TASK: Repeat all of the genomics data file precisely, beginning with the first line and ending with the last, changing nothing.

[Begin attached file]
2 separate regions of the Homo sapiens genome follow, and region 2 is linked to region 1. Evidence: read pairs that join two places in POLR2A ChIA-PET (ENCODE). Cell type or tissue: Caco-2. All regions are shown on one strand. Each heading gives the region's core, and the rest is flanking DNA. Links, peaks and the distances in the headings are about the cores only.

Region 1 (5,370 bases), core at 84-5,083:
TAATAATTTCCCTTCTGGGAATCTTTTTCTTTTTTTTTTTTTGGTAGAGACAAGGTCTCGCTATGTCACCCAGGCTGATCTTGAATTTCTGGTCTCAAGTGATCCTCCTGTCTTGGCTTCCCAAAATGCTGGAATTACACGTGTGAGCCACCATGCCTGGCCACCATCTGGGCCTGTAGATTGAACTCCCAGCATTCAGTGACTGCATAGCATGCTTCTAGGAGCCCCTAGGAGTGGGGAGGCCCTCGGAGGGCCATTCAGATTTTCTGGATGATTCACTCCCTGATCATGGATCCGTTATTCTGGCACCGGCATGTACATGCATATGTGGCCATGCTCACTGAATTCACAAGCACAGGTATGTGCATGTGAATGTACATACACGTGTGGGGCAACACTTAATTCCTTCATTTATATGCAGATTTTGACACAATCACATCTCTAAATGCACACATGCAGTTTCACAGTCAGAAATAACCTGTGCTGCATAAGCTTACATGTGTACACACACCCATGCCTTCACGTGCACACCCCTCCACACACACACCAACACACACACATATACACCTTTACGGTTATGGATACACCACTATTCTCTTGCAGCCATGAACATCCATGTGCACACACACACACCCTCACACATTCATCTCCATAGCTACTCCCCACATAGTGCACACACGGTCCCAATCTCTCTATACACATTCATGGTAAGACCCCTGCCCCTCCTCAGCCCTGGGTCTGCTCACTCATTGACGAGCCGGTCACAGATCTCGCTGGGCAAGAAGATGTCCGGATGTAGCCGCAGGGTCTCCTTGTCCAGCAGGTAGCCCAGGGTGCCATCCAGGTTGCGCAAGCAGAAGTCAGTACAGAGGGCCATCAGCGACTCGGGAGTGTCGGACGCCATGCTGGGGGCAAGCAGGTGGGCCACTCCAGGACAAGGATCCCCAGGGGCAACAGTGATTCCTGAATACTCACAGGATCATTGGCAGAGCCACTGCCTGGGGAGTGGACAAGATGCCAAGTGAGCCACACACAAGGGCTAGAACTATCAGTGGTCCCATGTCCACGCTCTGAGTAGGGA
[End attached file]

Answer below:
2 separate regions of the Homo sapiens genome follow, and region 2 is linked to region 1. Evidence: read pairs that join two places in POLR2A ChIA-PET (ENCODE). Cell type or tissue: Caco-2. All regions are shown on one strand. Each heading gives the region's core, and the rest is flanking DNA. Links, peaks and the distances in the headings are about the cores only.

Region 1 (5,370 bases), core at 84-5,083:
TAATAATTTCCCTTCTGGGAATCTTTTTCTTTTTTTTTTTTTGGTAGAGACAAGGTCTCGCTATGTCACCCAGGCTGATCTTGAATTTCTGGTCTCAAGTGATCCTCCTGTCTTGGCTTCCCAAAATGCTGGAATTACACGTGTGAGCCACCATGCCTGGCCACCATCTGGGCCTGTAGATTGAACTCCCAGCATTCAGTGACTGCATAGCATGCTTCTAGGAGCCCCTAGGAGTGGGGAGGCCCTCGGAGGGCCATTCAGATTTTCTGGATGATTCACTCCCTGATCATGGATCCGTTATTCTGGCACCGGCATGTACATGCATATGTGGCCATGCTCACTGAATTCACAAGCACAGGTATGTGCATGTGAATGTACATACACGTGTGGGGCAACACTTAATTCCTTCATTTATATGCAGATTTTGACACAATCACATCTCTAAATGCACACATGCAGTTTCACAGTCAGAAATAACCTGTGCTGCATAAGCTTACATGTGTACACACACCCATGCCTTCACGTGCACACCCCTCCACACACACACCAACACACACACATATACACCTTTACGGTTATGGATACACCACTATTCTCTTGCAGCCATGAACATCCATGTGCACACACACACACCCTCACACATTCATCTCCATAGCTACTCCCCACATAGTGCACACACGGTCCCAATCTCTCTATACACATTCATGGTAAGACCCCTGCCCCTCCTCAGCCCTGGGTCTGCTCACTCATTGACGAGCCGGTCACAGATCTCGCTGGGCAAGAAGATGTCCGGATGTAGCCGCAGGGTCTCCTTGTCCAGCAGGTAGCCCAGGGTGCCATCCAGGTTGCGCAAGCAGAAGTCAGTACAGAGGGCCATCAGCGACTCGGGAGTGTCGGACGCCATGCTGGGGGCAAGCAGGTGGGCCACTCCAGGACAAGGATCCCCAGGGGCAACAGTGATTCCTGAATACTCACAGGATCATTGGCAGAGCCACTGCCTGGGGAGTGGACAAGATGCCAAGTGAGCCACACACAAGGGCTAGAACTATCAGTGGTCCCATGTCCACGCTCTGAGTAGGGA